Yesterday I completed one more circle around the sun.
A high-falutin' way of saying it was my birthday.
As is today's custom (o tempore, o mores!) I received a ton of little birthday wishes on Facebook.
It wouldn't be a birthday if you didn't get little innocuous notes from people you love along with little innocuous notes from "friends" you barely know.
Around four o'clock, I got an unexpected note.
It was from my first ECD--the guy who hired me into my first agency job.
It wasn't the typically glib and mildly whimsical kind of thing we write.
It was deep and thoughtful.
My ECD, I'll disguise his identity by calling him Fred, got out of the business.
He had been a very successful copywriter who had become miserable now that he had been promoted to the point where he could no longer create.
So at night, on weekends, whenever he could amid the crush of careerhood, fatherhood and neighborhood, he wrote.
He wrote some plays.
He wrote some movies.
Some TV shows.
He was in his early 40s but he pictured himself in his 60s.
He didn't want to be lugging a heart attack into a skyscraper and pouring blue liquid into a maxi-pad.
He wanted to live up in the country.
The business no longer accommodated his love of writing.
And it didn't permit a modified Thoreau-like lifestyle.
You know, long walks in the woods with a black lab.
Fred said he'd been reading my blog and he'd come to the conclusion that I hate advertising more than I love it.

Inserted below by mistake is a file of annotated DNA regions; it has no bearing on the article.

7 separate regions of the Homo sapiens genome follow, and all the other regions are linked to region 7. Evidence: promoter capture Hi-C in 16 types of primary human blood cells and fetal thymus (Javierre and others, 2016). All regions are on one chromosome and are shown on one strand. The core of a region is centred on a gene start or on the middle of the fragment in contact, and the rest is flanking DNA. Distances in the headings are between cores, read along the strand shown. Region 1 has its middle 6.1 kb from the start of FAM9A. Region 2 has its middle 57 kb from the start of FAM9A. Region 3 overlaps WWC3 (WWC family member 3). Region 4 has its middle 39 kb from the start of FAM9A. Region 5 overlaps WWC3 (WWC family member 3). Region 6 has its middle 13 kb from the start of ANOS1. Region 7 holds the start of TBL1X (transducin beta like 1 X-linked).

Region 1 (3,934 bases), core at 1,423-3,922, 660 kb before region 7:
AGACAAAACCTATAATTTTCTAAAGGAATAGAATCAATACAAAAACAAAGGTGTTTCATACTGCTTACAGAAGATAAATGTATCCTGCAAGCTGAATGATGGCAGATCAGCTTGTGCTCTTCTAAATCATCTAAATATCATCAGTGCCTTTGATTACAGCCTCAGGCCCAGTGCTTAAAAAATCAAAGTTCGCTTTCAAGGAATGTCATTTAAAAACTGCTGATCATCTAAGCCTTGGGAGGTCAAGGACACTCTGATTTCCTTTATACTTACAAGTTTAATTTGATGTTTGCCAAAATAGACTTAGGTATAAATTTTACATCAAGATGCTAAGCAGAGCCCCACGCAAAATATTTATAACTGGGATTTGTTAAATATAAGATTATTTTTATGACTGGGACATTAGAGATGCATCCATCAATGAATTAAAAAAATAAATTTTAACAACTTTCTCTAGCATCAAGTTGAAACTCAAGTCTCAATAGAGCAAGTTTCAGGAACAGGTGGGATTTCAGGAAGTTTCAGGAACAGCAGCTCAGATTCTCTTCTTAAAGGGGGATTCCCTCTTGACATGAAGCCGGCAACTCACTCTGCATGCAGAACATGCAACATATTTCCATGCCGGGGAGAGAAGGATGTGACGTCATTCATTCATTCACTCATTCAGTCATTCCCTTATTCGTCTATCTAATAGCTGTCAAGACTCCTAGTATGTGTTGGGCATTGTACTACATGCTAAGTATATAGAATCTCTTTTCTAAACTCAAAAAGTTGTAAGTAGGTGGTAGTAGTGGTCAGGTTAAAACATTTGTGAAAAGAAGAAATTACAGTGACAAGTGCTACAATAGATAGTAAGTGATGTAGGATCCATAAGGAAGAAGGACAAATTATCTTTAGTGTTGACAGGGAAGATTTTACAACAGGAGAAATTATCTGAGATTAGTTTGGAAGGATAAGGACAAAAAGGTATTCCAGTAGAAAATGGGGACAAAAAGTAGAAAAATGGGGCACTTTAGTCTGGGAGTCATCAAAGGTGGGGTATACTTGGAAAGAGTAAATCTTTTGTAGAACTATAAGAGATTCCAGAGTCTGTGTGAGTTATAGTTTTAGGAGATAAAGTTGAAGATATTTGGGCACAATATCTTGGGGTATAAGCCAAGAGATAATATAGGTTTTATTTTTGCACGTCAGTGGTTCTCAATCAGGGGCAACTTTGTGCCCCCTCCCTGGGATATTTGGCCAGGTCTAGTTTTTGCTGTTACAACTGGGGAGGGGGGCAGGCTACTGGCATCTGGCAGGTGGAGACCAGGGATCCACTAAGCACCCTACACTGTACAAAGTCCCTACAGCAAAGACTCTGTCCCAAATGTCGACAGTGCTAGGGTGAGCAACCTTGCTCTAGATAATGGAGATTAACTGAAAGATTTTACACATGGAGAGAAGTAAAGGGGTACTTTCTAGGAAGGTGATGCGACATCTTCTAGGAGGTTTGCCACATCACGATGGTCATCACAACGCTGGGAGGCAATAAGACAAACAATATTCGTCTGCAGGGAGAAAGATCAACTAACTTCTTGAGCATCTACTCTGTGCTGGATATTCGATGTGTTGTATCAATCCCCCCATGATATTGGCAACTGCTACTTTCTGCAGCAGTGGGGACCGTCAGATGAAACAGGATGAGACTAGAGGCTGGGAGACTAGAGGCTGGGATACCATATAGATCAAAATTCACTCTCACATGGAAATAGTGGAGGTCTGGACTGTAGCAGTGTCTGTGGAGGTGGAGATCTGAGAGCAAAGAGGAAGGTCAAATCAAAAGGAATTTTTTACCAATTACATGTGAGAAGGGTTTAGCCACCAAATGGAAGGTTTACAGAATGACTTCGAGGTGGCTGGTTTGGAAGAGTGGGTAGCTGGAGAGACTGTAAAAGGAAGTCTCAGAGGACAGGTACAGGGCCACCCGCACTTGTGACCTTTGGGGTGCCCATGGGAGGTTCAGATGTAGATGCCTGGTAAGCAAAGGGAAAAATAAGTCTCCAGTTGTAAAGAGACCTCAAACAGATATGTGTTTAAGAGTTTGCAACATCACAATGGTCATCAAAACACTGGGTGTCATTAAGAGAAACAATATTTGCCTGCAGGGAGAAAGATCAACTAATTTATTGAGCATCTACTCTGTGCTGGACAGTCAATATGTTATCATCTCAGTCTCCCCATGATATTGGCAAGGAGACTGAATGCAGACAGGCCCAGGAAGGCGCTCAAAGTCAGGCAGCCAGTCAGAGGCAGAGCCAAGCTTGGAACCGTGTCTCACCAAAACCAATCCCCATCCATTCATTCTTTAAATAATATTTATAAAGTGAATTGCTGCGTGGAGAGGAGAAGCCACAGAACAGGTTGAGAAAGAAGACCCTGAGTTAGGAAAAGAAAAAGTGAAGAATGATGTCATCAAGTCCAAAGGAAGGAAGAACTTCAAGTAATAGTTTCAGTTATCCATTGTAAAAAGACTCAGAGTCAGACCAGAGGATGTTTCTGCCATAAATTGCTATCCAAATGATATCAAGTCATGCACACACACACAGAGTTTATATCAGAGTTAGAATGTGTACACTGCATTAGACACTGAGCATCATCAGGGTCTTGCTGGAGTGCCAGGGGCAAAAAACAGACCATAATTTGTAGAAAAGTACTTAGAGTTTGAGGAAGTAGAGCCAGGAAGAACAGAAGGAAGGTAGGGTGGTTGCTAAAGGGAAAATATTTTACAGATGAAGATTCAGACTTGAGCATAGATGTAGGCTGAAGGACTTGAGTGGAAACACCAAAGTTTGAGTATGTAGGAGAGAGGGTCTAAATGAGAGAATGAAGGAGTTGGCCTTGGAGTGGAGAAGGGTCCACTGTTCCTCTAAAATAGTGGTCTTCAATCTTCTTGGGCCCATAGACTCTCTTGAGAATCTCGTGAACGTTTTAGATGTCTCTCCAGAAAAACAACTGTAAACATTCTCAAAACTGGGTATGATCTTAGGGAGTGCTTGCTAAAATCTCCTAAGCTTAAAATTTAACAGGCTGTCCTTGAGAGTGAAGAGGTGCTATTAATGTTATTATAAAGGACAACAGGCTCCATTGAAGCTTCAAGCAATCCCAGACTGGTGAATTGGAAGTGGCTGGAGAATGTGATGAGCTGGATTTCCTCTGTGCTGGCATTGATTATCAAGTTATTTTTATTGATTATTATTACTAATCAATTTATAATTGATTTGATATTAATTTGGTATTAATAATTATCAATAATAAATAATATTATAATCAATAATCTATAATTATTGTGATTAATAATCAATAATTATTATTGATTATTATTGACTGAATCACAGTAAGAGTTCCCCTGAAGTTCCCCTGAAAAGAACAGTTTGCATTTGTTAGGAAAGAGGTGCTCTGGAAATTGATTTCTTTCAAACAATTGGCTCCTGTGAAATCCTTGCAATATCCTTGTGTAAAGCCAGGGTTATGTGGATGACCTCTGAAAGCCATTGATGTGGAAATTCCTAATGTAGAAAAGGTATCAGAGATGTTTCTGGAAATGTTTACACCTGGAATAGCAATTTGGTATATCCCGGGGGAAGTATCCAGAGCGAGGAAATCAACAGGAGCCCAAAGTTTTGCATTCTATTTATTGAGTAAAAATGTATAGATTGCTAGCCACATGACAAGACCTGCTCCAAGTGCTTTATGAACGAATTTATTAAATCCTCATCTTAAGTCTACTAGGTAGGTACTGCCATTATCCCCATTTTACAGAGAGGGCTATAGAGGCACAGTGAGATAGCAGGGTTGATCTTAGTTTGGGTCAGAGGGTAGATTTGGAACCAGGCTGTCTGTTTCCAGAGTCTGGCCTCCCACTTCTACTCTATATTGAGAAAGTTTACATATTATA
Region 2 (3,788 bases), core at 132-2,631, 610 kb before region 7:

That I was living a dream I had as a 27-year-old, to work in advertising.
But that dream hadn't kept up with who I was today.
Nor had the industry.
It was pretty mind-fucking stuff. I mean that in a good way, though it did disturb my sleep.
There are days in the business where I'm given a steaming pile of shit and four hours of time.
I have to figure out what to do with it all.
I have to make it work. Sell it to a client. Make it good.
There's joy in that. The same joy, I suppose, a carpenter feels when he makes a perfect dovetail.
Craft. Pride. Integrity.
There are other days when I scribble little numbers in my notebook.
How much I've saved. What my apartment's worth. How much social security I've earned.
Do I have enough?
And if I do, what do I do all day?
I can only take Whiskey for so many walks.
I love to write.
Outside of being a dad, it's probably the only thing I'm good at. Or halfway good.
My friend Rich thinks I have a few books inside me.
My ex-ECD Fred thinks so too.
My wife thinks so.
My therapist wants me to write something important.
Three days out of seven, I like what I do.
And certainly money is important.
Is it greedy to want to be happy every day?
Is it even possible?